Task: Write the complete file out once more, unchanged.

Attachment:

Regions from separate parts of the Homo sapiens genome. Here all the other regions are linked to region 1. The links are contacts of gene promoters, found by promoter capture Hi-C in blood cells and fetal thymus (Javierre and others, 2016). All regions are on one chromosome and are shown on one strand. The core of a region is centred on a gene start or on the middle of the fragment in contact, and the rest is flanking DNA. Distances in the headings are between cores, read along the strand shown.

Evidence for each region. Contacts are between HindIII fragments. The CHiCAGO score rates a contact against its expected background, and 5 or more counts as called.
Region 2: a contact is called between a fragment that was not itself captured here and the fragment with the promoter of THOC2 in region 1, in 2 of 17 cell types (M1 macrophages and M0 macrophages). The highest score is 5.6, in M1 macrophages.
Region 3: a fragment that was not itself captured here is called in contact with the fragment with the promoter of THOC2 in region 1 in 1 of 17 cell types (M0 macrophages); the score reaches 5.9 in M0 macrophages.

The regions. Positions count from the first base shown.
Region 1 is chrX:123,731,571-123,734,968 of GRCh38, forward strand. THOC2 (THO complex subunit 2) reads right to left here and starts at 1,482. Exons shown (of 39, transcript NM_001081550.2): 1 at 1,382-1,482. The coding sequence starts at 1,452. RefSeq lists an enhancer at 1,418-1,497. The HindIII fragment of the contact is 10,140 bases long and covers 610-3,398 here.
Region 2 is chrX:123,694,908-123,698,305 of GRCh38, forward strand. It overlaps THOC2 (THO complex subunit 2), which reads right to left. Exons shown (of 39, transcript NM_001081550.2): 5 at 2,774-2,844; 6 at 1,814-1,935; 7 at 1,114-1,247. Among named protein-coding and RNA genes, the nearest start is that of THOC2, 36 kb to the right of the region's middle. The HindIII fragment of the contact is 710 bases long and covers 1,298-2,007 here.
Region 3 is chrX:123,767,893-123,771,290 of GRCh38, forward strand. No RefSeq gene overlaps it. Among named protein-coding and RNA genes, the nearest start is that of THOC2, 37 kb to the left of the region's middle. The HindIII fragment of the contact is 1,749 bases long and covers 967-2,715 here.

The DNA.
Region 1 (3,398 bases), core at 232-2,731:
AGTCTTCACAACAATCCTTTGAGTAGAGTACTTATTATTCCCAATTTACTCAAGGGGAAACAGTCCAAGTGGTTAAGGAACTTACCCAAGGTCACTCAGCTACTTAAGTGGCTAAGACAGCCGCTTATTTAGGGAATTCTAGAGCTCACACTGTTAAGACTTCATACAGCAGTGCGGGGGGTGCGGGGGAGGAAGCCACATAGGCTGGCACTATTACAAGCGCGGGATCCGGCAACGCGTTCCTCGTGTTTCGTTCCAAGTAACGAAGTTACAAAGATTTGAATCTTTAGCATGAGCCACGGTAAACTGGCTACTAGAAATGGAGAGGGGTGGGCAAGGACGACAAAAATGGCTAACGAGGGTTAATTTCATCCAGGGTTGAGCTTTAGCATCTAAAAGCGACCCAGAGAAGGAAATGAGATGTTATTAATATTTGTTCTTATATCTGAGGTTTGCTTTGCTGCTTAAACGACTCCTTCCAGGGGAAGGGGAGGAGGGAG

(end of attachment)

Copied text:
Regions from separate parts of the Homo sapiens genome. Here all the other regions are linked to region 1. The links are contacts of gene promoters, found by promoter capture Hi-C in blood cells and fetal thymus (Javierre and others, 2016). All regions are on one chromosome and are shown on one strand. The core of a region is centred on a gene start or on the middle of the fragment in contact, and the rest is flanking DNA. Distances in the headings are between cores, read along the strand shown.

Evidence for each region. Contacts are between HindIII fragments. The CHiCAGO score rates a contact against its expected background, and 5 or more counts as called.
Region 2: a contact is called between a fragment that was not itself captured here and the fragment with the promoter of THOC2 in region 1, in 2 of 17 cell types (M1 macrophages and M0 macrophages). The highest score is 5.6, in M1 macrophages.
Region 3: a fragment that was not itself captured here is called in contact with the fragment with the promoter of THOC2 in region 1 in 1 of 17 cell types (M0 macrophages); the score reaches 5.9 in M0 macrophages.

The regions. Positions count from the first base shown.
Region 1 is chrX:123,731,571-123,734,968 of GRCh38, forward strand. THOC2 (THO complex subunit 2) reads right to left here and starts at 1,482. Exons shown (of 39, transcript NM_001081550.2): 1 at 1,382-1,482. The coding sequence starts at 1,452. RefSeq lists an enhancer at 1,418-1,497. The HindIII fragment of the contact is 10,140 bases long and covers 610-3,398 here.
Region 2 is chrX:123,694,908-123,698,305 of GRCh38, forward strand. It overlaps THOC2 (THO complex subunit 2), which reads right to left. Exons shown (of 39, transcript NM_001081550.2): 5 at 2,774-2,844; 6 at 1,814-1,935; 7 at 1,114-1,247. Among named protein-coding and RNA genes, the nearest start is that of THOC2, 36 kb to the right of the region's middle. The HindIII fragment of the contact is 710 bases long and covers 1,298-2,007 here.
Region 3 is chrX:123,767,893-123,771,290 of GRCh38, forward strand. No RefSeq gene overlaps it. Among named protein-coding and RNA genes, the nearest start is that of THOC2, 37 kb to the left of the region's middle. The HindIII fragment of the contact is 1,749 bases long and covers 967-2,715 here.

The DNA.
Region 1 (3,398 bases), core at 232-2,731:
AGTCTTCACAACAATCCTTTGAGTAGAGTACTTATTATTCCCAATTTACTCAAGGGGAAACAGTCCAAGTGGTTAAGGAACTTACCCAAGGTCACTCAGCTACTTAAGTGGCTAAGACAGCCGCTTATTTAGGGAATTCTAGAGCTCACACTGTTAAGACTTCATACAGCAGTGCGGGGGGTGCGGGGGAGGAAGCCACATAGGCTGGCACTATTACAAGCGCGGGATCCGGCAACGCGTTCCTCGTGTTTCGTTCCAAGTAACGAAGTTACAAAGATTTGAATCTTTAGCATGAGCCACGGTAAACTGGCTACTAGAAATGGAGAGGGGTGGGCAAGGACGACAAAAATGGCTAACGAGGGTTAATTTCATCCAGGGTTGAGCTTTAGCATCTAAAAGCGACCCAGAGAAGGAAATGAGATGTTATTAATATTTGTTCTTATATCTGAGGTTTGCTTTGCTGCTTAAACGACTCCTTCCAGGGGAAGGGGAGGAGGGAG